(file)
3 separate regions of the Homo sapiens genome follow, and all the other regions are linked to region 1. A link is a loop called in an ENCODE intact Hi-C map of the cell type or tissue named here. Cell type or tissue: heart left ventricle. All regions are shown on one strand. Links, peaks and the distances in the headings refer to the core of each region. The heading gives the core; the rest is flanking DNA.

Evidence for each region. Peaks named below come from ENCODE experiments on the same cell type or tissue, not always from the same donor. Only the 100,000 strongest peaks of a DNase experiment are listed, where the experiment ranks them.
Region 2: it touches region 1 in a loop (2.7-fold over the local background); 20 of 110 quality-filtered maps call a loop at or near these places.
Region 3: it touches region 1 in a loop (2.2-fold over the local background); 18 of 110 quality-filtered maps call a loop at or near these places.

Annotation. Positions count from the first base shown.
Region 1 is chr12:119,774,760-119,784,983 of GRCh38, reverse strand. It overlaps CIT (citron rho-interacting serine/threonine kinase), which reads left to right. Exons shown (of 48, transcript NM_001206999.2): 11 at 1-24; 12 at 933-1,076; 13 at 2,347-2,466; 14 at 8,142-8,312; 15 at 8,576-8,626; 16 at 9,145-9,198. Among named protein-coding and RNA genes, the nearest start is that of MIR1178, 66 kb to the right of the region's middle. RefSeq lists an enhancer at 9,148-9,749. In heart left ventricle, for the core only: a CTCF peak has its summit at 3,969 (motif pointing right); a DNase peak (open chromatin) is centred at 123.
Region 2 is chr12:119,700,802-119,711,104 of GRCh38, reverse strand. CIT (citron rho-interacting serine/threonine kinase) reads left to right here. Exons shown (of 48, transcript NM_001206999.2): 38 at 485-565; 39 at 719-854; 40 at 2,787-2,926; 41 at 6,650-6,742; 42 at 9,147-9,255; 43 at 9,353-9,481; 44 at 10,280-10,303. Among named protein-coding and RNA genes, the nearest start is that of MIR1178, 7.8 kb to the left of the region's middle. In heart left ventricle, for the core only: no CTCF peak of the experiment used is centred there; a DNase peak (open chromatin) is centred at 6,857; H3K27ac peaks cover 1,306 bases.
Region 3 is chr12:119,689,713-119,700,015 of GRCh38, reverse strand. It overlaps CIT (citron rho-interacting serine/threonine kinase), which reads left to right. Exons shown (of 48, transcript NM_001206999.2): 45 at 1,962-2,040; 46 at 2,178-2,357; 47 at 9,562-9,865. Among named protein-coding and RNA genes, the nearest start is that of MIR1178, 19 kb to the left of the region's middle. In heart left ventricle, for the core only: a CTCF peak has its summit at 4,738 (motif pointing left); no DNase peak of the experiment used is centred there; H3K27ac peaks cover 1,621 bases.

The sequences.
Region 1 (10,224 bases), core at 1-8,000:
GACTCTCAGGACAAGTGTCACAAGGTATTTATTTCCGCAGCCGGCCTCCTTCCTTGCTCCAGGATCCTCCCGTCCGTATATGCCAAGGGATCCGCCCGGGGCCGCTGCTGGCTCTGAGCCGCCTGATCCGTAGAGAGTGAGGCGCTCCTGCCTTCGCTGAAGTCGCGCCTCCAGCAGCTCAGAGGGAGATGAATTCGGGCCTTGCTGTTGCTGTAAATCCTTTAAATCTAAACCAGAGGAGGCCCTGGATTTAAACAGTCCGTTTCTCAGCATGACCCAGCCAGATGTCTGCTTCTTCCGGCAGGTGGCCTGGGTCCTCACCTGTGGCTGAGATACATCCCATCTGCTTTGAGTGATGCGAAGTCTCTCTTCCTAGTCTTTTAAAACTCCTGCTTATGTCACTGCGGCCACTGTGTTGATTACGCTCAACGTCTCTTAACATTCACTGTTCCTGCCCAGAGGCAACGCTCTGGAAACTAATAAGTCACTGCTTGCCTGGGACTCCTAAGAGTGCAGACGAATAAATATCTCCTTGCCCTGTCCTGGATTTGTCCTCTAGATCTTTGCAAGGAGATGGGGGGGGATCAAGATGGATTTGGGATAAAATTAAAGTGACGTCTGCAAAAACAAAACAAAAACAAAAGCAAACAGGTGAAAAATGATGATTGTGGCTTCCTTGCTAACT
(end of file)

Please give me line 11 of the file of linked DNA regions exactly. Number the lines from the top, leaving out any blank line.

GACTCTCAGGACAAGTGTCACAAGGTATTTATTTCCGCAGCCGGCCTCCTTCCTTGCTCCAGGATCCTCCCGTCCGTATATGCCAAGGGATCCGCCCGGGGCCGCTGCTGGCTCTGAGCCGCCTGATCCGTAGAGAGTGAGGCGCTCCTGCCTTCGCTGAAGTCGCGCCTCCAGCAGCTCAGAGGGAGATGAATTCGGGCCTTGCTGTTGCTGTAAATCCTTTAAATCTAAACCAGAGGAGGCCCTGGATTTAAACAGTCCGTTTCTCAGCATGACCCAGCCAGATGTCTGCTTCTTCCGGCAGGTGGCCTGGGTCCTCACCTGTGGCTGAGATACATCCCATCTGCTTTGAGTGATGCGAAGTCTCTCTTCCTAGTCTTTTAAAACTCCTGCTTATGTCACTGCGGCCACTGTGTTGATTACGCTCAACGTCTCTTAACATTCACTGTTCCTGCCCAGAGGCAACGCTCTGGAAACTAATAAGTCACTGCTTGCCTGGGACTCCTAAGAGTGCAGACGAATAAATATCTCCTTGCCCTGTCCTGGATTTGTCCTCTAGATCTTTGCAAGGAGATGGGGGGGGATCAAGATGGATTTGGGATAAAATTAAAGTGACGTCTGCAAAAACAAAACAAAAACAAAAGCAAACAGGTGAAAAATGATGATTGTGGCTTCCTTGCTAACT